● The May 16 deadline looms for public comments on two of the proposed rules implementing the Food Safety Modernization Act. Given the complexity of these proposals, and the fact that not all the contemplated FSMA rules have yet been published, a good number of trade associations representing the nation’s produce industry this week co-signed a letter to the Food and Drug Administration asking for a significant extension of time for public comment. The United Fresh Produce Association took the lead in making this request, which the Northwest Horticultural Council supported. Although it is not a certainty, odds are in favor of FDA granting some additional time.
● Another point concerning the need for additional time to comment to FDA is the fact that many produce industry associations now have their top policy people directly involved in the white heat of the immigration reform battle on Capitol Hill. I know this is the case at national groups such as United Fresh and USApple and for certain regional groups, such as Western Growers and the Florida Fruit and Vegetable Association. Agricultural labor is the number one priority for most in the nation’s produce industry and the ability to fight simultaneously on two major policy fronts is tough.
● Also this week, Phil Korson of the Cherry Marketing Institute (Lansing, Michigan) and I submitted a FSMA comment to FDA requesting that tart cherries be added to its proposed list of exempt produce items, since they are grown as a processor fruit and are never eaten raw, out-of-hand.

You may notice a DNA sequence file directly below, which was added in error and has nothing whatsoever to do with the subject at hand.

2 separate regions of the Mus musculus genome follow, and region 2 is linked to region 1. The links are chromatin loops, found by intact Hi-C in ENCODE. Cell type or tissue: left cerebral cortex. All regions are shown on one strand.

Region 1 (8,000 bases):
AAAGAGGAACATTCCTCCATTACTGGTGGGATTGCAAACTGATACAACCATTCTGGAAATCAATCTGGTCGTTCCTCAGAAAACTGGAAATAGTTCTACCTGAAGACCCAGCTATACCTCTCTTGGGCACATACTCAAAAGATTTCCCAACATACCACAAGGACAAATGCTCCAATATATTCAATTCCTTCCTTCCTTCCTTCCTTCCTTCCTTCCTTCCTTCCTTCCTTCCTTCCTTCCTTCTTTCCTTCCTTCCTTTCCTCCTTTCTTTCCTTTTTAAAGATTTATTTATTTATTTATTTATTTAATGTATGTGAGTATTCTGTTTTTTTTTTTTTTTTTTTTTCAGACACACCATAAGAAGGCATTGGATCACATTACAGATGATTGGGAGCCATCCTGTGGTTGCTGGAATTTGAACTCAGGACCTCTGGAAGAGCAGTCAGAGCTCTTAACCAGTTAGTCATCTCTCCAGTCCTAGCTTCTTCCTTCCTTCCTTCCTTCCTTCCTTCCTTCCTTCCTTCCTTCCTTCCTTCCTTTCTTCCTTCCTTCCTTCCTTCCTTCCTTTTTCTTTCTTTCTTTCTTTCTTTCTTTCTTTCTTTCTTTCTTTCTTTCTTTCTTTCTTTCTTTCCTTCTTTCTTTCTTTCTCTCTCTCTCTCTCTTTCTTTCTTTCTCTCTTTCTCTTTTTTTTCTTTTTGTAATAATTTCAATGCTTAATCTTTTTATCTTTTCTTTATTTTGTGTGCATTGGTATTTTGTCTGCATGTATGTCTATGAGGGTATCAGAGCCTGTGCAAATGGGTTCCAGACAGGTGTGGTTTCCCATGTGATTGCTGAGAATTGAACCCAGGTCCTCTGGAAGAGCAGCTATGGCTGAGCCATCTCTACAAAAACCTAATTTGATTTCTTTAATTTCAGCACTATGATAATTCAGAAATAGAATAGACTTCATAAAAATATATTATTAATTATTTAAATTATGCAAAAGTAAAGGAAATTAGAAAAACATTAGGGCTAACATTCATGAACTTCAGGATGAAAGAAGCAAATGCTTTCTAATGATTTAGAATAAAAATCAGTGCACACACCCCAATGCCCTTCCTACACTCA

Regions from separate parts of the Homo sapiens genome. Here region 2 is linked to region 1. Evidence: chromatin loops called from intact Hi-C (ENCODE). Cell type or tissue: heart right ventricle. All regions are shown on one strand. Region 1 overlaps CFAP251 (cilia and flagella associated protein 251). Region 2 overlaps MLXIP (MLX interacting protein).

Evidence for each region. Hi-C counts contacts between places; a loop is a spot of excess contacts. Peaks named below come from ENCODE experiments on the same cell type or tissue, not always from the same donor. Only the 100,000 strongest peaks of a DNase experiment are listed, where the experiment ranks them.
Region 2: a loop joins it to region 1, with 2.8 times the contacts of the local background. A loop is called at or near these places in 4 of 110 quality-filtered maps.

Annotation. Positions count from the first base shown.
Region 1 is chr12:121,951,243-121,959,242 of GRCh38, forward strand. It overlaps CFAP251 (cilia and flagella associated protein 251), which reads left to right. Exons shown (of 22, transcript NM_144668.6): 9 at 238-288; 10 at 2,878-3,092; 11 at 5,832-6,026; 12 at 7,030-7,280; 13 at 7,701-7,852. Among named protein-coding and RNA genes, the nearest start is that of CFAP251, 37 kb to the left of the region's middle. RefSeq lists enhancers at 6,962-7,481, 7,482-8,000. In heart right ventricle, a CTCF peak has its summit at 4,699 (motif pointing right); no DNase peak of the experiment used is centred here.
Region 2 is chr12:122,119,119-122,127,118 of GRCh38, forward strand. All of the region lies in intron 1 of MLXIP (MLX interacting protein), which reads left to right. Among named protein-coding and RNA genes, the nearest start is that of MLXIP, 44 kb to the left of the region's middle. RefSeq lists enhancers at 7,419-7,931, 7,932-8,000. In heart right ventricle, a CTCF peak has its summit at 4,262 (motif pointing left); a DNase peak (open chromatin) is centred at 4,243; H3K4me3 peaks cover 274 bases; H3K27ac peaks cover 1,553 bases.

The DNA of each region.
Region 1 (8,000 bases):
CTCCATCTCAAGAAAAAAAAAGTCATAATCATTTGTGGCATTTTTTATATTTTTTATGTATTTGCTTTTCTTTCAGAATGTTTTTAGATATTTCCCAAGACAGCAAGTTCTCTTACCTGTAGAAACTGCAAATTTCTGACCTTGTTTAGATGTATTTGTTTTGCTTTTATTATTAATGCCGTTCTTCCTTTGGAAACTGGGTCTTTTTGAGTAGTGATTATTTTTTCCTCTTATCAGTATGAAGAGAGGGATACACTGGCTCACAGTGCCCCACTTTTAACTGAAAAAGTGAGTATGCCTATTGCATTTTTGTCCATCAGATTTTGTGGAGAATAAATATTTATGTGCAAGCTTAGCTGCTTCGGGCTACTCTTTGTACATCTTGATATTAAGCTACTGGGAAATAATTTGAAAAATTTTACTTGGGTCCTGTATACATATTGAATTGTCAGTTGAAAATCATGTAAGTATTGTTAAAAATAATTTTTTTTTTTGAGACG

● Yesterday the Pacific Northwest Food Safety Committee met in Yakima. Among the speakers was Dr. Bob Whitaker, who leads science policy efforts at the Produce Marketing Association. Now working out of California, it appears he may move back to the mother ship in Newark, Delaware, in the not too distant future.
● The more I think about FSMA and FDA’s plan of implementation, the more convinced I am that this is a simple collision of two incompatible ways of thinking: legal and HACCP. Legal thinking strives for clear and constant bright lines of right and wrong. Laws have general applicability. If the traffic speed limit is 60 and you, or anyone else, drive 61 a ticket may be issued. In contrast, Hazard Analysis and Critical Control Points is a site specific approach to food safety requiring constant evaluation and modifications based on evolving science and an ever-better understanding of factual circumstances and risks. Congress and FDA are trying to jam a flexible food safety process into the straightjacket of federal law.
● A few weeks ago I was interviewed on FSMA by a Washington Post reporter by the name of Brady Dennis. His article on how the nation’s tree fruit growers are having problems with FSMA appeared on April 8.
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